• In most cases, notifications should precede an order to facilitate companies taking voluntary steps to resolve issues. Notifications should set out the facts relied upon to form the basis of the Minister’s opinion, and should provide the affected person with an opportunity to respond, which gives affected entities the opportunity to correct factual inaccuracies, dispute the case against him, or to voluntarily comply with the notification. The time frame for a response will be dictated by the severity and immediacy of the risk.
  • A determination regarding whether the elements of the statute have been met will come in the form of a recommendation from Health Canada after consideration of the scientific evidence.
  • The Minister must disclose and provide reasons explaining the scientific evidence to support her decision-making, so that the affected party understands why and how the decision was reached. For example, the Guide prescribes that the following information should be disclosed:
    • a narrative and chronological review of the facts;
    • the scientific evidence considered;
    • findings regarding important questions of fact and the accompanying analysis;
    • relevant criteria considered as part of the threshold determination of whether to exercise the Minister’s statutory power; and
    • an explanation of how the evidence satisfies the threshold.
  • In the interests of transparency, orders must be made publicly available.
  • 48 hours’ notice will be given to persons named by Health Canada in injunction applications, unless there are exigent circumstances such that notice would not be in the public interest.
  • The power to compel information is limited to existing information, and cannot be used to order a person to create new information (i.e. new studies).
  • Confidential business information that may be disclosed pursuant to the Food and Drugs Actto prevent a serious risk of injury to human health should only be disclosed to the extent necessary to mitigate the serious risk of injury to human health. Note that the provisions regarding what constitutes confidential business information will be subject to supporting regulations developed at a later date.
  • Confidential business information that may be disclosed to governments, persons from whom the Minister seeks advice or a person who is engaged with the protection or promotion of human health or the safety of the public can be used to protect patients from safety risks or promote the safe use of therapeutic products.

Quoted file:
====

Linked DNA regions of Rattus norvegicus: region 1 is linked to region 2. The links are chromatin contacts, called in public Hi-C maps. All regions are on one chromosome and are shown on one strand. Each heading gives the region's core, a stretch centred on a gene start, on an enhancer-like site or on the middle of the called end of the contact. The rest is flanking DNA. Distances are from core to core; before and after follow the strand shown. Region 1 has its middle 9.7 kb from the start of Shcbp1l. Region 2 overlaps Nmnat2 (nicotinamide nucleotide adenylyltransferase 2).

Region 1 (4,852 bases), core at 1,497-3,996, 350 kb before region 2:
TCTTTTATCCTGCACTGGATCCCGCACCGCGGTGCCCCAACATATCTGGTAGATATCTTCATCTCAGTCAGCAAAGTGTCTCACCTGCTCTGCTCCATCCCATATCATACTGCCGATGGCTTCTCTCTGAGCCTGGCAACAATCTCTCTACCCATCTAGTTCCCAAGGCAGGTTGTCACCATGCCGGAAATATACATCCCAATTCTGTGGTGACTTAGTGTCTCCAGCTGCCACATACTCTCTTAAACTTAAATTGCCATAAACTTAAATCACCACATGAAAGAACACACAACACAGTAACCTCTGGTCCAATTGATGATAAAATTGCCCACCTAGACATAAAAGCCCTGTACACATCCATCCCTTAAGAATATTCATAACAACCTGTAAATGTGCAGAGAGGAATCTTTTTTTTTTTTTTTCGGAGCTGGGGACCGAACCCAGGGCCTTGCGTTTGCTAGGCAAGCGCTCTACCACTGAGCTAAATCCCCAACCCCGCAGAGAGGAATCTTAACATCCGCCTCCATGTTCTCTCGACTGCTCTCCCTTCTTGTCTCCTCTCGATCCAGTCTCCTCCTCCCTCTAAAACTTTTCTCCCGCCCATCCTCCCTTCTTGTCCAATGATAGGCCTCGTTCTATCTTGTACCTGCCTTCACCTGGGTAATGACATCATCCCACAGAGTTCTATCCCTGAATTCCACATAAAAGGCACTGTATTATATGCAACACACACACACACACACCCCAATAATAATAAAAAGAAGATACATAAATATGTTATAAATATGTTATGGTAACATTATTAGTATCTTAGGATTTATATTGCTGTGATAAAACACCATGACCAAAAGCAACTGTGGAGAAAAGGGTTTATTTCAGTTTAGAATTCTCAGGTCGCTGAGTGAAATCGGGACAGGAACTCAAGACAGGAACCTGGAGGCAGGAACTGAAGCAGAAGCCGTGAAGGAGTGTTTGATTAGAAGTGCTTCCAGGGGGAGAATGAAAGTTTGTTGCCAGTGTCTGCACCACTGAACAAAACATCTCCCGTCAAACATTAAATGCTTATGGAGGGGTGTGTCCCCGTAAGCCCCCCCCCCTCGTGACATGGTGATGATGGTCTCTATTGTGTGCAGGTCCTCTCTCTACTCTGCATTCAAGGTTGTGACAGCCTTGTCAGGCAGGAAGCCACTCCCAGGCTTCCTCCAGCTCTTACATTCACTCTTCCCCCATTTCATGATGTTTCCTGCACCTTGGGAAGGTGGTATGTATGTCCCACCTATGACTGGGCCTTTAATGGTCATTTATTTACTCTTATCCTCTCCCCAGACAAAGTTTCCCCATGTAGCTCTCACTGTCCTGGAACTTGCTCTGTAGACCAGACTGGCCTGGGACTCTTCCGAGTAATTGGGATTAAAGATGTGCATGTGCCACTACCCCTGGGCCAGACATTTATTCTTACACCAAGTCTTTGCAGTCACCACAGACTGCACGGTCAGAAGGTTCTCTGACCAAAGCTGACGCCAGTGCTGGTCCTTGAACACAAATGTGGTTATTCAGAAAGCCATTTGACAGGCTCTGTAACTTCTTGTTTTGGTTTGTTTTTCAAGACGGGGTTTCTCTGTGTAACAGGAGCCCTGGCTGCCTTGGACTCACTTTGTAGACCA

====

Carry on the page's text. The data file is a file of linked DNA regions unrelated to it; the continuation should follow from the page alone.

• Disclosures of confidential business information must be compliant with Canada’s international treaty obligations under TRIPS and NAFTA.
  • The regulations regarding voluntary recalls are still operative, however a mandatory recall Order should be issued when a seller is not willing to recall a therapeutic product that is believed to present a serious or imminent risk of injury to health.
  • In certain circumstances, products subject to a recall may continue to be sold with or without conditions, such as in a situation where the withdrawal of the product would present a greater risk to health than the risk of not recalling the product.

What’s Next?

Notwithstanding the fact that it may be some time before the underlying regulations are released, many of the statutory powers contemplated by the amendments introduced by Vanessa’s Law are now in force. The Guide provides some much-needed clarity on how Health Canada will apply these new authorities.

In the interim, two key measures have been implemented in furtherance of Health Canada’s Regulatory Transparency and Openness Framework, which seeks to facilitate the ability of the average Canadian to make “well-informed decisions concerning their health and that of their families”. On March 23, 2015, Health Canada launched an initiative seeking feedback from stakeholders in the healthcare industry to assess their information needs about therapeutic products. Stakeholders are invited to participate in an online survey containing questions about how information is used, for what purpose, and how to improve the dissemination of information. The results of this consultation, which remains open until May 25, 2015, will likely influence the regulations being developed under Vanessa’s Law.

On April 13, 2015, Health Minister Rona Ambrose also launched the online Drug and Health Product Inspections Database, which allows all visitors to search for historical information on inspections of companies who manufacture and sell drugs for consumption in Canada. Currently, the site allows users to search for the results of inspections conducted from 2012 onwards, whether the company is currently licensed, and whether there are any terms under which the company must operate.